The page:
1. Introduction
While a lot of finance research contributions have addressed, since the seminal work of
Markowitz (
1952), the question of the diversification of stock portfolios, far fewer research papers have examined the diversification of fixed income portfolios. Because a large proportion of the assets of institutional investors are comprised of fixed income securities in the U.S., in Europe, and in other developed economies, it turns out that a large part of the diversification/concentration risk of these companies is related to fixed income assets. The diversification of fixed income assets (bonds, shares of MBSs, and so on) involves, at least, the diversification of interest rate risk and of credit risk. This paper deals with the diversification of these two risks, excluding potential additional contributions, such as the diversification of prepayment risk.
One of the outputs of this paper is the construction of management tools that can help investors to determine the minimum number of fixed income issuers that should be included into their portfolios. Being able to reduce the number of lines in portfolios is particularly useful in the sense that it reduces the amount of financial analysis that is required to build these portfolios. This study also allows investors to develop a sensitivity approach, namely to vary the number of lines in their bond portfolios depending on the evolution of the main credit or interest rate factors.
In the general finance literature, recent papers have put forward strong arguments justifying that it may not be optimal to fully diversify stock portfolios. For instance,
Mitton and Vorkink (
2007) show that considering higher order moments (more specifically skewness in the case of their paper) can lead to more concentrated portfolios.
Uppal and Wang (
2003) justify the construction of concentrated portfolios by the presence of uncertainty in the modeling of stock dynamics, while
Van Nieuwerburgh and Veldkamp (
2010) justify the same effect by the high informational costs associated with the monitoring of stock portfolios. None of these papers extend their analysis to the case of fixed income assets.
Papers directly dealing with credit diversification include
Varotto (
2003), who conducts an empirical analysis of the Eurobond market,
Levy and Lerman (
1988), who examine general efficient frontiers for portfolios made of stocks and bonds,
Dynkin et al. (
2002), who deal with the empirical link between credit diversification and rating changes,
Peta (
1993), who constructs an empirical analysis of international bond and stock diversification, and
Hunter and Simon (
2004), who provide an international empirical analysis.
In the quantitative finance literature, it is possible to refer to the papers of
Hofmann and Platen (
2000) and of
Cerreia-Vioglio et al. (
2011), who propose a general treatment of diversification risk. The paper of
Jarrow et al. (
2005) deals with the diversification of default risk based on a general modeling of the intensity of default.
Even in the recent literature, it is difficult to find references directly dealing with the problem examined in this article. However, the reader interested in recent references can consider the work of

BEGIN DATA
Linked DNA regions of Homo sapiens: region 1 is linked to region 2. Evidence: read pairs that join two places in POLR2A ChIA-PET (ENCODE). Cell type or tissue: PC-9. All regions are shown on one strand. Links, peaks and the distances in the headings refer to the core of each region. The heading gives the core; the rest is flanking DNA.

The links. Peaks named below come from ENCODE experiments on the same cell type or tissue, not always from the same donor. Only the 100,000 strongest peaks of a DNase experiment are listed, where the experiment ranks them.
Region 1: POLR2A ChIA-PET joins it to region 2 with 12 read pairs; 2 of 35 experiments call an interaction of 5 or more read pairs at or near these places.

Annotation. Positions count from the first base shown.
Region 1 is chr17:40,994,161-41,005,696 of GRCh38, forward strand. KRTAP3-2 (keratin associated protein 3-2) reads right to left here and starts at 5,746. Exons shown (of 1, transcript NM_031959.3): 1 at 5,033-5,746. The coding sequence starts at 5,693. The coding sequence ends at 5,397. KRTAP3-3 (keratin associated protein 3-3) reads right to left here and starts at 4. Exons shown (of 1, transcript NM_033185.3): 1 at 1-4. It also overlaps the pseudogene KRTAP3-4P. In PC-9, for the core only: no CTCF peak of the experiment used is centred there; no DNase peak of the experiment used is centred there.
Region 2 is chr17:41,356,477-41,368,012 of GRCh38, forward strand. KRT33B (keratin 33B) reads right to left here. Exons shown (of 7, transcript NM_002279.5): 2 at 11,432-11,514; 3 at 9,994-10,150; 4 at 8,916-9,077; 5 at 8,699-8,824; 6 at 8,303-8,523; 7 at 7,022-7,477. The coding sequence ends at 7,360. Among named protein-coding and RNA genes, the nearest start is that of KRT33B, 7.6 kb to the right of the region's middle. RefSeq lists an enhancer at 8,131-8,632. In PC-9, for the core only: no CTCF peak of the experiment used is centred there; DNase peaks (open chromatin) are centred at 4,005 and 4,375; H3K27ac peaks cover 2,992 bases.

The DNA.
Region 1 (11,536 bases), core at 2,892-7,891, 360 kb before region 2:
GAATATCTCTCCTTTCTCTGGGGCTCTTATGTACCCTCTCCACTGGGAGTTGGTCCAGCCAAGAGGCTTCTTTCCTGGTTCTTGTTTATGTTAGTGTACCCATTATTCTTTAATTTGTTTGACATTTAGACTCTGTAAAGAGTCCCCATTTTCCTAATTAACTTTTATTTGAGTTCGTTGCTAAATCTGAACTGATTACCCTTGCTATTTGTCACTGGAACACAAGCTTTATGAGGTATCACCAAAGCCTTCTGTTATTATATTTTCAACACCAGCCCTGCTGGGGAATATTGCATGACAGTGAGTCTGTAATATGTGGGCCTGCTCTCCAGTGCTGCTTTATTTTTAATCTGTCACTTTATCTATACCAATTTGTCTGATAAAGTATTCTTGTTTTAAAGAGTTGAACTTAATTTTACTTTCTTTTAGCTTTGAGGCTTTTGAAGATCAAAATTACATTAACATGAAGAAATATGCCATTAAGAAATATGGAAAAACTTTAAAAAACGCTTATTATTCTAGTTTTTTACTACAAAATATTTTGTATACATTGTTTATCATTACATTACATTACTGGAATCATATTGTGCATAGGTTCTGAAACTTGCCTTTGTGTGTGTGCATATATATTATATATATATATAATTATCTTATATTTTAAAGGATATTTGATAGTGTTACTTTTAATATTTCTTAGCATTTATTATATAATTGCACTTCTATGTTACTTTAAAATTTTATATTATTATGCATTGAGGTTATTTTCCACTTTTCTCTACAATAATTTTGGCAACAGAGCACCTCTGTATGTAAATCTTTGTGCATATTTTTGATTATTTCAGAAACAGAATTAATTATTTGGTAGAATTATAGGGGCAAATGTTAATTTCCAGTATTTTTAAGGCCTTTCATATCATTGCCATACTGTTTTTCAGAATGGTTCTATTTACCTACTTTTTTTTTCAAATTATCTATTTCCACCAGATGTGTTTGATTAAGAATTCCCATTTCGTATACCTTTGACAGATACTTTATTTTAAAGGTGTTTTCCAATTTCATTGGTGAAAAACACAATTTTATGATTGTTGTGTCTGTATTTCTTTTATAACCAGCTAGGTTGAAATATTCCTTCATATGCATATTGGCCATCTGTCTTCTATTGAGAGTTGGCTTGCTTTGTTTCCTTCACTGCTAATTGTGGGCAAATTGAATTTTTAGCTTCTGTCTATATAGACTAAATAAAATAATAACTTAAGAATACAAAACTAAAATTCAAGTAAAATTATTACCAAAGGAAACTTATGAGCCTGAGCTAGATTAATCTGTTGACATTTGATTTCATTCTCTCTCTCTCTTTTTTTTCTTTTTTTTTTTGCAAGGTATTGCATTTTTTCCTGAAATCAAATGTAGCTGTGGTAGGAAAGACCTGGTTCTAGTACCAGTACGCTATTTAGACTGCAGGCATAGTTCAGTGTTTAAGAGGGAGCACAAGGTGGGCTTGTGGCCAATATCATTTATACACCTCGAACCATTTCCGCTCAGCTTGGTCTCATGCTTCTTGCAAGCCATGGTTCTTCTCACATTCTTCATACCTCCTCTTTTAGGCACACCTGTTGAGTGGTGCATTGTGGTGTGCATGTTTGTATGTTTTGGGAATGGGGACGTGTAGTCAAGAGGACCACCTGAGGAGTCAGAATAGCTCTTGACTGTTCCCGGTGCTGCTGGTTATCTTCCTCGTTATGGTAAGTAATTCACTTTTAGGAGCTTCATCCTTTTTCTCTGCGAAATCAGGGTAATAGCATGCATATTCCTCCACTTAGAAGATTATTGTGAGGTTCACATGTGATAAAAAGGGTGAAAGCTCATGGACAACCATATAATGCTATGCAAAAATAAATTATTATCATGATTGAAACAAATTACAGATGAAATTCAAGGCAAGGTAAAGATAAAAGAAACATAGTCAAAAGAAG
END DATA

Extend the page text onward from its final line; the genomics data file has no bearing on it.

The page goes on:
Saardchom (
2018), which consists in an actuarial model dealing with the aggregate loss distribution. The paper of
Wu and Wu (
2018), which puts forward the interest of partially diversifying a portfolio of credit default swaps, is equally interesting. See the work of
Kurtz et al. (
2018), as well, which deals with sectorial concentration, or the paper of
Konstantinov (
2017), which deals with factorial concentration. Finally, take a look at the paper of
Heckel et al. (
2020), which examines the use of factor models in a fixed income context.
To construct a general framework for the diversification of credit risk, it is first necessary to choose between a structural or a reduced approach to this risk. Structural models rely on a modeling of the dynamics of the assets of a company. Starting with the work of
Merton (
1974), they were expanded, e.g., by
Longstaff and Schwartz (
1995), who also take into account interest rate risk, or by
Leland and Toft (
1996), who relies on an optimization of the value of the company. These contributions do not allow us to deal with the optimal level of diversification of a bond portfolio, contrary to the Vasicek structural approach (see, for instance,
Vasicek (
1987,
1991,
2002)). However, the Vasicek approach shares with other structural approaches the following weaknesses: the difficulty to calibrate in a robust way the parameters of the asset process from stock and bond data, the even greater difficulty to expand this procedure at the level of correlated assets, the reliance on Gaussian assumptions for the modeling of credit risk, the difficulty to produce a market-consistent framework, the lack of explaining power because factors are introduced in an
ad hoc manner, and the impossibility to produce formulas showing the link between the optimal number of lines in the fixed income portfolio and the driving interest rate risk and credit risk parameters.
Given the drawbacks of structural models, the approach that is used in this paper is reduced, which means that a modeling of the assets of bond issuers is not attempted. On the contrary, I rely on quoted bond prices information and model the main constituents of interest rate risk and credit risk, including recovery and dependence aspects. The risk indicator that is constructed in this paper is market-consistent, or risk-neutral, to be able to incorporate it in a more general solvency framework and for consistency with arbitrage valuation procedures.
It is possible to make the following comparisons between this paper and previous papers co-written with other authors. The paper of